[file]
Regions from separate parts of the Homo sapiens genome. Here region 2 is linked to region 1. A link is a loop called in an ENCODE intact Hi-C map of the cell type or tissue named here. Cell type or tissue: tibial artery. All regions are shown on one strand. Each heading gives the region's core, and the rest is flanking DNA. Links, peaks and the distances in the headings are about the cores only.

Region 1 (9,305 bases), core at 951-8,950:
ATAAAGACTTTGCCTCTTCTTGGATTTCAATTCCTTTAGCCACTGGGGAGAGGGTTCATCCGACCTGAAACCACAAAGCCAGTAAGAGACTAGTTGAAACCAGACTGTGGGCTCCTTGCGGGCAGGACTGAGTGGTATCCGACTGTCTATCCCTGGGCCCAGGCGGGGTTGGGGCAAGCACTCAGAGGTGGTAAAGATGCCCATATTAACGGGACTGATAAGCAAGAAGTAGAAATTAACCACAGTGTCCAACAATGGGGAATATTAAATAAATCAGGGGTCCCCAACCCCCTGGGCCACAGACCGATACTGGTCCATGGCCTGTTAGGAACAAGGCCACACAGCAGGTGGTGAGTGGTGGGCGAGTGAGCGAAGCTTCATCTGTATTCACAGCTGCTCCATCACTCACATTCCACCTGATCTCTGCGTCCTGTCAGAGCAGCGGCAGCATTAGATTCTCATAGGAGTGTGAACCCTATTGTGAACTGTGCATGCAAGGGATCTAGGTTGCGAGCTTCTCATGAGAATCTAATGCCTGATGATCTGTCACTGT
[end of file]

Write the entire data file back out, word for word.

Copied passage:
Regions from separate parts of the Homo sapiens genome. Here region 2 is linked to region 1. A link is a loop called in an ENCODE intact Hi-C map of the cell type or tissue named here. Cell type or tissue: tibial artery. All regions are shown on one strand. Each heading gives the region's core, and the rest is flanking DNA. Links, peaks and the distances in the headings are about the cores only.

Region 1 (9,305 bases), core at 951-8,950:
ATAAAGACTTTGCCTCTTCTTGGATTTCAATTCCTTTAGCCACTGGGGAGAGGGTTCATCCGACCTGAAACCACAAAGCCAGTAAGAGACTAGTTGAAACCAGACTGTGGGCTCCTTGCGGGCAGGACTGAGTGGTATCCGACTGTCTATCCCTGGGCCCAGGCGGGGTTGGGGCAAGCACTCAGAGGTGGTAAAGATGCCCATATTAACGGGACTGATAAGCAAGAAGTAGAAATTAACCACAGTGTCCAACAATGGGGAATATTAAATAAATCAGGGGTCCCCAACCCCCTGGGCCACAGACCGATACTGGTCCATGGCCTGTTAGGAACAAGGCCACACAGCAGGTGGTGAGTGGTGGGCGAGTGAGCGAAGCTTCATCTGTATTCACAGCTGCTCCATCACTCACATTCCACCTGATCTCTGCGTCCTGTCAGAGCAGCGGCAGCATTAGATTCTCATAGGAGTGTGAACCCTATTGTGAACTGTGCATGCAAGGGATCTAGGTTGCGAGCTTCTCATGAGAATCTAATGCCTGATGATCTGTCACTGT